I got a new name on January 7, 2009. My name is Mama, sometimes Mommy, or just that woman who has a reason for getting up in the morning with a smile.
I've always wanted to be a mommy. Sometimes I wondered if it would ever happen, or if I'd just be that girl who loved on other people's children. But one day last May, I didn't have to wonder any longer.
As we survived the first trimester of intense sickness, reveled in the wonderfully energetic second trimester, and watched our baby boogie in my womb during the third trimester, we hoped and planned and dreamed big for our little boy. So it was with much excitement and a bit of trepidation that we headed to the hospital to meet the one who had previously only been known to us as "Grasshopper".
When I look back on the labor and delivery, I see God's handprints all over it. My husband's car was in the process of breaking down when I called him to tell him to come home since my water had just broken. He didn't tell me what was happening until later, but a friend of ours just so happened to be driving through that area to our neck of the woods and was able to get him back home without me any the wiser. A nurse who was the mother-in-law of my husband's boss was our primary nurse, and if there was ever a woman meant to be a mothering and nurturing sort of nurse, this woman fit the bill. She was exactly what I needed. My own doctor was working a twelve hour shift at another hospital, but came by afterward when she heard I was still in labor and things were not progressing. And I see God's hand in sustaining the life of my son and my own, even when some medical folks made some poor decisions. Of course, I wouldn't know they were poor decisions until nearly three months later.
When our sweet Grasshopper finally made it out of the womb, his exit via forceps injured me severely. Days later an abscess would form. Three surgeries later, we would think the abscess was finally healed. One plane trip of 2,232 miles to the States to see family who wanted to meet our sweet boy would lead to the news that the abscess had developed into a fistula. Suddenly, an American girl who had always grown up with wonderful private health insurance would understand what it is like for the millions of uninsured Americans because she is now living in Canada and has their "free" government health care that comes with its own caveat. Waiting. That led to wondering if we should risk our financial stability to have the surgery immediately in the States, or if we should wait for surgery in Canada. The wait just to have the initial consultation with the specialist is over one month, and there is no guarantee that surgery can be immediate. That means balancing pain pills with nursing schedules, and praying that infection doesn't go further and that the fistula doesn't grow. And this is just the short version of a long and hard journey that no one planned on.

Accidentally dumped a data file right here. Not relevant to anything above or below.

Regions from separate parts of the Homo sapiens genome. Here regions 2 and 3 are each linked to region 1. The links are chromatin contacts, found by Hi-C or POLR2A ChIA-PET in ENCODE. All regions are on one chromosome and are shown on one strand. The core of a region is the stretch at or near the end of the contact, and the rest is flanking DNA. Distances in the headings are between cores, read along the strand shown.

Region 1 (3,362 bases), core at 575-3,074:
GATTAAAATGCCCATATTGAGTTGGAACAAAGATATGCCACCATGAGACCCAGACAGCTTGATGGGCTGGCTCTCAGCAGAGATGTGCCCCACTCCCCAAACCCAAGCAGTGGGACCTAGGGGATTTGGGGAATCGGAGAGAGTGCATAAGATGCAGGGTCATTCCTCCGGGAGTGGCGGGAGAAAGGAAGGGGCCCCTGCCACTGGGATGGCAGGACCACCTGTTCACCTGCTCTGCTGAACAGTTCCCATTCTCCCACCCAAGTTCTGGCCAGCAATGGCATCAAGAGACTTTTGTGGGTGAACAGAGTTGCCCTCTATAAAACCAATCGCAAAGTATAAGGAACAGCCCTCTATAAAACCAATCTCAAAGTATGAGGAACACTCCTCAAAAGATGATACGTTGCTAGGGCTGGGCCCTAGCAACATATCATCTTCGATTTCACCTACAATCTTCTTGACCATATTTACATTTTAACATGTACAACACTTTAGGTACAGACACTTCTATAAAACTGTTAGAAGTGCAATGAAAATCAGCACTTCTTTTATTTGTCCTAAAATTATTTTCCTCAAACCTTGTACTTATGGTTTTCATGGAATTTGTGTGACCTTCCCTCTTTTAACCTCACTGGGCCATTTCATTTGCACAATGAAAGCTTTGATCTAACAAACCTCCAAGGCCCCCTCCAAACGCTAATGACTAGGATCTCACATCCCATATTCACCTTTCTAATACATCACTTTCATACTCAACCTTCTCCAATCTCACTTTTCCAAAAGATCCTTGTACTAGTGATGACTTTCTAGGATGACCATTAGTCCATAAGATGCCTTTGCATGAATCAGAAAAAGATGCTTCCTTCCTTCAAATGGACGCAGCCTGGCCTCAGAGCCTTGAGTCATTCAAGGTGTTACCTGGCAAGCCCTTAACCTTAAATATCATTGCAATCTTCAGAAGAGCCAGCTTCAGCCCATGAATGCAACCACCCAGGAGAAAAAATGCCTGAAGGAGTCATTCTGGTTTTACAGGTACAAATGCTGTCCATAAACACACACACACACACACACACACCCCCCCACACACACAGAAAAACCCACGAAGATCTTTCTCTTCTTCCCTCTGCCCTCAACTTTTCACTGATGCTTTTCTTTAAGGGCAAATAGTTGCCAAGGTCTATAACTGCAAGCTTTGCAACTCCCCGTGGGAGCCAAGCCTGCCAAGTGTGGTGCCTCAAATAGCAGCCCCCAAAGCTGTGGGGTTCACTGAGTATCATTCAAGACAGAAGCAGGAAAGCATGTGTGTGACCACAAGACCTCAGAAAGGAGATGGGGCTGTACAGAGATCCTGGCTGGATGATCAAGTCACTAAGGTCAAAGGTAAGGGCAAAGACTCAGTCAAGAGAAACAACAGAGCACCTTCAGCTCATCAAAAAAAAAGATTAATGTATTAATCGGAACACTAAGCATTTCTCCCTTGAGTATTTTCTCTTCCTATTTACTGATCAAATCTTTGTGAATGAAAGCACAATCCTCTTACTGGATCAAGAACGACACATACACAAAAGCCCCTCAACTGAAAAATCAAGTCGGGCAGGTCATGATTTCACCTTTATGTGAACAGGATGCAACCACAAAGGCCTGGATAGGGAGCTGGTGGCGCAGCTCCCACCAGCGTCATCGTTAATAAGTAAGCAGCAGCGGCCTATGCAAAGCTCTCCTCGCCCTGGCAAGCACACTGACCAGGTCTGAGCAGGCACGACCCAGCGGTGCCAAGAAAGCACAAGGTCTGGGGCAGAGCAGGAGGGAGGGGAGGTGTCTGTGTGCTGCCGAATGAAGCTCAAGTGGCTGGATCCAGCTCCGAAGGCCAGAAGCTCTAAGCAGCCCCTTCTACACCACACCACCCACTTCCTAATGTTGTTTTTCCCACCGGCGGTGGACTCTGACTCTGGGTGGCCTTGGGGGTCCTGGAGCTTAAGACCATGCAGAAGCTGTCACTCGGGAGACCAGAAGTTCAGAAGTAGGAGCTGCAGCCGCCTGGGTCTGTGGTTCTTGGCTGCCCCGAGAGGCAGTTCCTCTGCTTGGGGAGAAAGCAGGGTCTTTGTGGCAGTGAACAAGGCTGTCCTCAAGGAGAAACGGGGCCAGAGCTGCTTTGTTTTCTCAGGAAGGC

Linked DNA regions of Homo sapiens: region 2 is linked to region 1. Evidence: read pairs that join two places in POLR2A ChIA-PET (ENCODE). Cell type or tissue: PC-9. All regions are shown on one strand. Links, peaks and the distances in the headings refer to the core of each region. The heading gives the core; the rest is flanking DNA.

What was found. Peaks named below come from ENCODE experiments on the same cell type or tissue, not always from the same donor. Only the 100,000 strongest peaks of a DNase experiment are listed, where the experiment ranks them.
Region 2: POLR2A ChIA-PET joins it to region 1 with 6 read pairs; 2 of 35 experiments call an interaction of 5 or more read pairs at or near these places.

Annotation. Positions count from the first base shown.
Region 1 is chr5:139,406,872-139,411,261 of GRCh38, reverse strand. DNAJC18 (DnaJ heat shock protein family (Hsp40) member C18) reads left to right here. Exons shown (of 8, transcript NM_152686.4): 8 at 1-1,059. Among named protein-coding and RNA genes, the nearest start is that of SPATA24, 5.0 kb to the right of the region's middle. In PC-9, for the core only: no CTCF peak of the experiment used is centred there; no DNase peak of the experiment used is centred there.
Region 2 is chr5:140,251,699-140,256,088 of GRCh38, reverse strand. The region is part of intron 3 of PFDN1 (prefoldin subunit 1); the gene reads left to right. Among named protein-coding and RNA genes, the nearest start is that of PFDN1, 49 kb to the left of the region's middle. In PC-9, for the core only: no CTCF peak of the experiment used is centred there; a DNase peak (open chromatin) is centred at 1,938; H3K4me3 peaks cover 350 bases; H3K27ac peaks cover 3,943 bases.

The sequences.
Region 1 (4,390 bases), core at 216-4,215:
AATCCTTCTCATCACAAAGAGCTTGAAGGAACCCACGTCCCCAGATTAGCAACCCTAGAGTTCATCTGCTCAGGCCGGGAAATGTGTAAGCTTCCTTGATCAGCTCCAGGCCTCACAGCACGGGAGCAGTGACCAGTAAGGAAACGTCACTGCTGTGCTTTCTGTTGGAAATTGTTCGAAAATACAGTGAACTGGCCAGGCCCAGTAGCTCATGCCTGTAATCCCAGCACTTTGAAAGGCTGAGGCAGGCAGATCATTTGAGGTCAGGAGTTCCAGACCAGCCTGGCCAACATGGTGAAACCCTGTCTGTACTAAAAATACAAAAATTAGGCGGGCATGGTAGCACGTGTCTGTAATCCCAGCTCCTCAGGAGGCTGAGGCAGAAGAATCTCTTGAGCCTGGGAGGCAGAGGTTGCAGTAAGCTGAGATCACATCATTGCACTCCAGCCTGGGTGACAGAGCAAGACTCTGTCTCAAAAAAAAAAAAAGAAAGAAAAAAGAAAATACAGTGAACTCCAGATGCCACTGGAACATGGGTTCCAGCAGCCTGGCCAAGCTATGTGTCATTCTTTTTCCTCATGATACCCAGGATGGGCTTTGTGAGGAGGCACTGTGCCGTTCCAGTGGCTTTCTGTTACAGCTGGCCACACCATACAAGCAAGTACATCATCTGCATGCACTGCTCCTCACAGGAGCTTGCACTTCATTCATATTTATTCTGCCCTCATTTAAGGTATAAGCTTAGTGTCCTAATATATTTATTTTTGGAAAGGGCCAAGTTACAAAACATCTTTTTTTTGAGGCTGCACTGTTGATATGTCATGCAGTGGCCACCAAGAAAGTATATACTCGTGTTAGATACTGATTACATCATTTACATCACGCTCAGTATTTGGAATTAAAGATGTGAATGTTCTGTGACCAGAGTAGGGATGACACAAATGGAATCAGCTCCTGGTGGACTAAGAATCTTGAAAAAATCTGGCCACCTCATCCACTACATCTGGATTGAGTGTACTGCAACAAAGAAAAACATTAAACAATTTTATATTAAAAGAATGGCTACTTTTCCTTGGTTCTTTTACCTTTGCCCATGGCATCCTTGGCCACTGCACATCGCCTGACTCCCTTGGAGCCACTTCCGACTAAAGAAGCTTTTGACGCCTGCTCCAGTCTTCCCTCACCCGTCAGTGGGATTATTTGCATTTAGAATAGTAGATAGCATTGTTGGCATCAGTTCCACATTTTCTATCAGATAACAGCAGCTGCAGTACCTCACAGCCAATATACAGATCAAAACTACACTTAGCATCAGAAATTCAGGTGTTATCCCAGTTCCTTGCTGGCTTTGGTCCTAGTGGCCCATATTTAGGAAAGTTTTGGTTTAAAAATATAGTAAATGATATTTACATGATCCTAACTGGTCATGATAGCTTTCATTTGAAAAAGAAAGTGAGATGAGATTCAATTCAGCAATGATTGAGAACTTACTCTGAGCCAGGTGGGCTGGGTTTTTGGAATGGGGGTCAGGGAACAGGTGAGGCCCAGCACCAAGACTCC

On this long and hard journey, I am discovering some things and learning some valuable lessons.
I understand now what it means to truly act selflessly, to lay aside selfish wants and even needs to care for someone else. And with that, I understand now why the motivation to act unselfishly cannot be the simple rightness of that quality. No. The motivation must be love. And oh my goodness, no one ever could help me grasp the depth of the love a mother feels for her own. But my sweet Grasshopper has captured my heart, and I find myself acting in ways I never thought possible. The love of my sweet boy spurs me on to be strong for him, to keep pressing on even when the pain becomes unbearable, to keep clinging to Jesus, and to concentrate on getting well instead of getting angry. When I look into his trusting eyes, I know that I cannot let him down. And when he wakes me up before dawn with bright eyes and a grin that begs one to play with him, I can't help but smile back.
I am a mama, and I will give my efforts to fulfill that name my whole heart. Because that grin - his grin - is for me.
*This post is for Scribbit's Write Away April entry on the topic of "Mom". While it may not be my most fabulous specimen of writing, it was written while truly experiencing the topic. Four diaper blow-outs, two baths, three nursing sessions, two hours in the rocking chair, and one cd of lullabies later we have ourselves a complete post. Honestly, we're lucky to have one coherent thought after all of that. Motherhood - there's nothing better.